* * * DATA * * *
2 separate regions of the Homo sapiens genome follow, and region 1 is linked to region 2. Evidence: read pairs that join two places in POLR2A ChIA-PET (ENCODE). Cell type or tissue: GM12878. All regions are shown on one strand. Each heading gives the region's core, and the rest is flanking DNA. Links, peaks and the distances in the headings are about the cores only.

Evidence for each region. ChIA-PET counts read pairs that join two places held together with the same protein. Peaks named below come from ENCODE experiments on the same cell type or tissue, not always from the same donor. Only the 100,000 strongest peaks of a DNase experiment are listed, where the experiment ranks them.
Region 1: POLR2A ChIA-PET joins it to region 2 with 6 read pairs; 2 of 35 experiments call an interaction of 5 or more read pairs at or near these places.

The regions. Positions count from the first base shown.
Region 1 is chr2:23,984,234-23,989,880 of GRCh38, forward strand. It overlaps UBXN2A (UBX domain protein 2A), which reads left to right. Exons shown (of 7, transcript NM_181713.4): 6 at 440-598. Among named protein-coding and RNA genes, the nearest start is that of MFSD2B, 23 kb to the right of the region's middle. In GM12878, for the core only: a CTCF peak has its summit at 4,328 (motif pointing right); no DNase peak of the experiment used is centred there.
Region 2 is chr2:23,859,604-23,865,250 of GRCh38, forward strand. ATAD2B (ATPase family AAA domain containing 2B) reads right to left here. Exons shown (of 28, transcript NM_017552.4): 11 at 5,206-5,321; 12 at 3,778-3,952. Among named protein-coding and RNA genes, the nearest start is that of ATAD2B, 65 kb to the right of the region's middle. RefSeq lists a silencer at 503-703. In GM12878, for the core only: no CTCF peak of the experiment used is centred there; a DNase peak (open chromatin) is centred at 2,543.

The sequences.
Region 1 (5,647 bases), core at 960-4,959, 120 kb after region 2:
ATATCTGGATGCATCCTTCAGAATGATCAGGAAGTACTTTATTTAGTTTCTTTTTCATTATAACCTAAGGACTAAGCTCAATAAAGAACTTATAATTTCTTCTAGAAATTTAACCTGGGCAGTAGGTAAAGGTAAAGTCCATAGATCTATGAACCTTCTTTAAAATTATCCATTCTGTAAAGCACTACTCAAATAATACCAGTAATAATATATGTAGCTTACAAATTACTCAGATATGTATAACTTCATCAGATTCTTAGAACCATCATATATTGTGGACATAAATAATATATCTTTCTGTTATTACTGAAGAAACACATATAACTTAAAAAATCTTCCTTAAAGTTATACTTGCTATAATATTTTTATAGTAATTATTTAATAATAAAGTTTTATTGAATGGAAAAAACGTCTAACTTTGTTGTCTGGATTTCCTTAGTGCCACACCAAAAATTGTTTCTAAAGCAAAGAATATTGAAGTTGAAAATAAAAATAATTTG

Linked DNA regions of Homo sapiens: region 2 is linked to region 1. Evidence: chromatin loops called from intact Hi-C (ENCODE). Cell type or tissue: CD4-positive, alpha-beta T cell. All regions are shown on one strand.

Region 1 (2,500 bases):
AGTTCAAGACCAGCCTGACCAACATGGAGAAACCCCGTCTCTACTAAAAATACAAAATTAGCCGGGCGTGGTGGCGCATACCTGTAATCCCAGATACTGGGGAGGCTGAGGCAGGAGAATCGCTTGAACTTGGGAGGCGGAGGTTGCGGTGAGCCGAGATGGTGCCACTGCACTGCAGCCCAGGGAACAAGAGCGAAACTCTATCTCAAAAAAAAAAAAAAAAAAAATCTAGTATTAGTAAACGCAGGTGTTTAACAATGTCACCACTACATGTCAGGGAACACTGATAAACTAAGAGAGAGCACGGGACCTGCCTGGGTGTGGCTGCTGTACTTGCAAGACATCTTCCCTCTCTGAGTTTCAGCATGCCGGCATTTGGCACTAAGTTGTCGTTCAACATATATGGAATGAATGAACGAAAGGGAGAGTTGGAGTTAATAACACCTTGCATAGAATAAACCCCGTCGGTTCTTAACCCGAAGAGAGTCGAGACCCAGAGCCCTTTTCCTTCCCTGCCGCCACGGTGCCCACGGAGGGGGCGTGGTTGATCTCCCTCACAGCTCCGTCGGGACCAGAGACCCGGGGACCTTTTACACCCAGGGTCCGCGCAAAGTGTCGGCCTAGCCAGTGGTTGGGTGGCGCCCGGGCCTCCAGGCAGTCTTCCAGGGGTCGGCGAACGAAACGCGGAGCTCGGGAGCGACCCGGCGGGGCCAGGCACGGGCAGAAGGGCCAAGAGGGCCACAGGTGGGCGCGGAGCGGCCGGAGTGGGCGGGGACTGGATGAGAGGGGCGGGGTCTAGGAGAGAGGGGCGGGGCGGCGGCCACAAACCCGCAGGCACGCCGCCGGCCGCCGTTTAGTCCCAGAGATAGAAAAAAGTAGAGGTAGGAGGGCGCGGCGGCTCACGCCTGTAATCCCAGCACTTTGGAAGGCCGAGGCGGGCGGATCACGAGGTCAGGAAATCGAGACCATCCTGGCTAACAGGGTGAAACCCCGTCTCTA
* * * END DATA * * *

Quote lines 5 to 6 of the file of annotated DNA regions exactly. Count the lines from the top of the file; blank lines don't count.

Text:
Region 1 is chr2:23,984,234-23,989,880 of GRCh38, forward strand. It overlaps UBXN2A (UBX domain protein 2A), which reads left to right. Exons shown (of 7, transcript NM_181713.4): 6 at 440-598. Among named protein-coding and RNA genes, the nearest start is that of MFSD2B, 23 kb to the right of the region's middle. In GM12878, for the core only: a CTCF peak has its summit at 4,328 (motif pointing right); no DNase peak of the experiment used is centred there.
Region 2 is chr2:23,859,604-23,865,250 of GRCh38, forward strand. ATAD2B (ATPase family AAA domain containing 2B) reads right to left here. Exons shown (of 28, transcript NM_017552.4): 11 at 5,206-5,321; 12 at 3,778-3,952. Among named protein-coding and RNA genes, the nearest start is that of ATAD2B, 65 kb to the right of the region's middle. RefSeq lists a silencer at 503-703. In GM12878, for the core only: no CTCF peak of the experiment used is centred there; a DNase peak (open chromatin) is centred at 2,543.